Let’s face it. We don’t get out much anymore. Estimates are that we spend over 80 percent of our time indoors. That may be in a vehicle, in the office or at home. For some people all three of those may mean the same thing. Isn’t indoor air all the same, and the real menace the fires that burn outside? Nope. Welcome to this primer on indoor air quality where you can learn how to breathe healthier air.
Indoor air has three types of pollutants: Gases, particulates, and microbes. Gases include carbon monoxide and volatile organic compounds (VOCs). Carbon monoxide nudges oxygen off red blood cells and leads to symptoms like headaches and nausea that are associated with less oxygen reaching the brain.
The main source of indoor carbon monoxide is smoking. Kick the habit, or someone who has it and you’ll immediately sense better indoor air.
Chlorofluorocarbons, or CFCs, are VOCs that were made famous by Mario Molina who won a Nobel Prize for demonstrating their impact on the environment. Turns out they’re not so good for the body either: They can cause headaches, dizziness, and irritation of the respiratory tract. Wall paints are large sources of VOCs. Next time you decide to repaint your home, do yourself a favour and pick a paint that is low in VOCs. It will not just be good for the environment, but for your microenvironment at home as well.
Particulates, also called soot, are the fine particles that form the black cloud emitted by polluting vehicles. These cause an array of health problems including asthma and heart disease but are the easiest to control indoors. If the air outside is highly polluted, keep your windows closed and use an air exchanger or air conditioner with filters you regularly change.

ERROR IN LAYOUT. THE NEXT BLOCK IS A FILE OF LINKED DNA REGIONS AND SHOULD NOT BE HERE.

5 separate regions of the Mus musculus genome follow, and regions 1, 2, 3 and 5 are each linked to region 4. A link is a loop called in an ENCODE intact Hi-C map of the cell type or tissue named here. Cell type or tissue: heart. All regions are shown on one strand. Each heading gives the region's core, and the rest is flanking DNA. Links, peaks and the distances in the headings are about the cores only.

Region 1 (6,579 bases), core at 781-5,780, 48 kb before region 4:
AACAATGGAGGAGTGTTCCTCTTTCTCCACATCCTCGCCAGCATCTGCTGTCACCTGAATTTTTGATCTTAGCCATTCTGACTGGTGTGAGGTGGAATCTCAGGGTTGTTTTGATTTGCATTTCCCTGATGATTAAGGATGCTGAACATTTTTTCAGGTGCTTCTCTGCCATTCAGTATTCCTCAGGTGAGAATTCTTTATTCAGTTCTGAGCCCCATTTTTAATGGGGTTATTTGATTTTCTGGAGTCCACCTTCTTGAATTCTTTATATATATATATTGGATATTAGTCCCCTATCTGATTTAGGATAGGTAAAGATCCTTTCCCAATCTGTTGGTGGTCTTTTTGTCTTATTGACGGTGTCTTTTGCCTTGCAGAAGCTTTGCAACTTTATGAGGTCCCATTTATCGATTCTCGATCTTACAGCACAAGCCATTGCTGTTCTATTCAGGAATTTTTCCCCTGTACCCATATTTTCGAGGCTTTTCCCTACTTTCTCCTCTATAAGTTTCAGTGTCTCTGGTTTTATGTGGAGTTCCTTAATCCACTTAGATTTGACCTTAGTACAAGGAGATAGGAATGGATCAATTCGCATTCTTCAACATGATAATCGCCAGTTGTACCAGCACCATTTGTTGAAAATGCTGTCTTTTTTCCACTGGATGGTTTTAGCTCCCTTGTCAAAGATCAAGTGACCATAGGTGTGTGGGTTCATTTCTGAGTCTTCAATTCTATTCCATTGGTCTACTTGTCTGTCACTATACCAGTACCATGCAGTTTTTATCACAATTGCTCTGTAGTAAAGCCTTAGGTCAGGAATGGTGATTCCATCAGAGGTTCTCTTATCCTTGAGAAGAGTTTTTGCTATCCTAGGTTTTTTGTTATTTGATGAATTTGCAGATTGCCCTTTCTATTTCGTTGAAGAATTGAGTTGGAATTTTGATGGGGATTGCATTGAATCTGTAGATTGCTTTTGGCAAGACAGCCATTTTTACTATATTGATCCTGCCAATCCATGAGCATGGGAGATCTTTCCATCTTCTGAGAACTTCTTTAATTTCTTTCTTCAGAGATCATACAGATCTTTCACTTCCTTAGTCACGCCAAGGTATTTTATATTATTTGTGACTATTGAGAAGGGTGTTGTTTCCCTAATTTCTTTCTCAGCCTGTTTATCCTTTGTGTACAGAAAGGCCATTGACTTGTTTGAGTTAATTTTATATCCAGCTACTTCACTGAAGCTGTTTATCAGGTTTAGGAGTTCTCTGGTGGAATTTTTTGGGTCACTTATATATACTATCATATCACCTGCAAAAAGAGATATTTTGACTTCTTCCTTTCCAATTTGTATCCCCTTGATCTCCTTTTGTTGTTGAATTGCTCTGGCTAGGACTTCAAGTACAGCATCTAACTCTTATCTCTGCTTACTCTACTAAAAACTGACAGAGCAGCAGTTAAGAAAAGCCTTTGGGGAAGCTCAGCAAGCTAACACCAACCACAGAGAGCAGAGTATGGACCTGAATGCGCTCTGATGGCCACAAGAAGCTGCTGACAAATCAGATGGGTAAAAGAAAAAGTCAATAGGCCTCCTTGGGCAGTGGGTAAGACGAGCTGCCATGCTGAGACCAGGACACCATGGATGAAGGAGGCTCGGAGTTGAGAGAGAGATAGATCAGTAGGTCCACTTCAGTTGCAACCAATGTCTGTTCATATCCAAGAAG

The least obvious but most insidious of the three types of pollutants are microbes. Important to consider when tackling indoor microbes is that you should keep your indoor humidity low. Recommendations are that the humidity (measured by a hygrometer) should be less than 50 percent in summer and less than 30 percent in winter. Fungus grows as mould in high moisture. Fungal spores can trigger asthma attacks and cause respiratory infections in the elderly.
Dust mites are tiny insects that live in dust and love humidity. Pat the bed of your sea-facing holiday home and chances are that if you have allergies, you’ll feel them flare. Dust mites and mould feed on humidity; you do not want to use a humidifier if you have asthma or allergies.
There are a couple of quick ways to keep indoor air less humid. Use an exhaust in the kitchen and bathroom to suck moist air out. Fabrics can retain moisture, so if you have an old heavy curtain or carpet that has been around (and musty) for years, now is the time to send it for cleaning, or throw it out. To prevent the formation of mould, clean any wet surface within 24 to 48 hours of water accumulation. This is especially relevant during the rainy reason. Many paints also have biocides that can help prevent the build up of mould.
Can’t we just clean the air in our homes through lots of potted plants? Plants do reduce gaseous pollutants such as carbon dioxide. However, they also increase humidity so they should be kept in moderation around patients with allergies. Buy a hygrometer and start to take charge of your indoor air today.
Dr. Kumar, and our health team, can be contacted at firstname.lastname@example.org